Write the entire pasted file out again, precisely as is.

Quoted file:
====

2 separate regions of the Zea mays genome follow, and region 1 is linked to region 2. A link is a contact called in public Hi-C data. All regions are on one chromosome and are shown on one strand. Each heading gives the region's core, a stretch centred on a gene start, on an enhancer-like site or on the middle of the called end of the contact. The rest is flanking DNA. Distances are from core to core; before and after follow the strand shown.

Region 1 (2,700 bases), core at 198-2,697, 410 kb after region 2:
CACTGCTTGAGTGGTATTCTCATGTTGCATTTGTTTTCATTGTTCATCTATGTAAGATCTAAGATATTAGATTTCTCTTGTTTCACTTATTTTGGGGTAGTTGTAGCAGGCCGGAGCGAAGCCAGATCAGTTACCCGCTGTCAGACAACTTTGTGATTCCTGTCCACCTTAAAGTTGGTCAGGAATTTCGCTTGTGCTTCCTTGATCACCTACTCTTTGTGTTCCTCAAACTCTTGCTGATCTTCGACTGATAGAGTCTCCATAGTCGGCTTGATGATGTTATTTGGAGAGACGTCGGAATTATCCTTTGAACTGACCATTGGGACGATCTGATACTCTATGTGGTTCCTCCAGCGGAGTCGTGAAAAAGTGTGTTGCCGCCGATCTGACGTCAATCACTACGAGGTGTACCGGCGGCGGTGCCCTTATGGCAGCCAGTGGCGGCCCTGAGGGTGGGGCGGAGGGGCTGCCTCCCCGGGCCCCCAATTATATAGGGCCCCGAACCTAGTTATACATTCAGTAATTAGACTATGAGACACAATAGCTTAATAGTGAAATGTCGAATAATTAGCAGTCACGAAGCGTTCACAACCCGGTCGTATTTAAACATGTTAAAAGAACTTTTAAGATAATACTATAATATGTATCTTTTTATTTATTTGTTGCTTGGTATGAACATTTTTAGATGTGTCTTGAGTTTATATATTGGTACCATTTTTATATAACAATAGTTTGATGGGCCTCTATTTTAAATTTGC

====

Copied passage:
2 separate regions of the Zea mays genome follow, and region 1 is linked to region 2. A link is a contact called in public Hi-C data. All regions are on one chromosome and are shown on one strand. Each heading gives the region's core, a stretch centred on a gene start, on an enhancer-like site or on the middle of the called end of the contact. The rest is flanking DNA. Distances are from core to core; before and after follow the strand shown.

Region 1 (2,700 bases), core at 198-2,697, 410 kb after region 2:
CACTGCTTGAGTGGTATTCTCATGTTGCATTTGTTTTCATTGTTCATCTATGTAAGATCTAAGATATTAGATTTCTCTTGTTTCACTTATTTTGGGGTAGTTGTAGCAGGCCGGAGCGAAGCCAGATCAGTTACCCGCTGTCAGACAACTTTGTGATTCCTGTCCACCTTAAAGTTGGTCAGGAATTTCGCTTGTGCTTCCTTGATCACCTACTCTTTGTGTTCCTCAAACTCTTGCTGATCTTCGACTGATAGAGTCTCCATAGTCGGCTTGATGATGTTATTTGGAGAGACGTCGGAATTATCCTTTGAACTGACCATTGGGACGATCTGATACTCTATGTGGTTCCTCCAGCGGAGTCGTGAAAAAGTGTGTTGCCGCCGATCTGACGTCAATCACTACGAGGTGTACCGGCGGCGGTGCCCTTATGGCAGCCAGTGGCGGCCCTGAGGGTGGGGCGGAGGGGCTGCCTCCCCGGGCCCCCAATTATATAGGGCCCCGAACCTAGTTATACATTCAGTAATTAGACTATGAGACACAATAGCTTAATAGTGAAATGTCGAATAATTAGCAGTCACGAAGCGTTCACAACCCGGTCGTATTTAAACATGTTAAAAGAACTTTTAAGATAATACTATAATATGTATCTTTTTATTTATTTGTTGCTTGGTATGAACATTTTTAGATGTGTCTTGAGTTTATATATTGGTACCATTTTTATATAACAATAGTTTGATGGGCCTCTATTTTAAATTTGC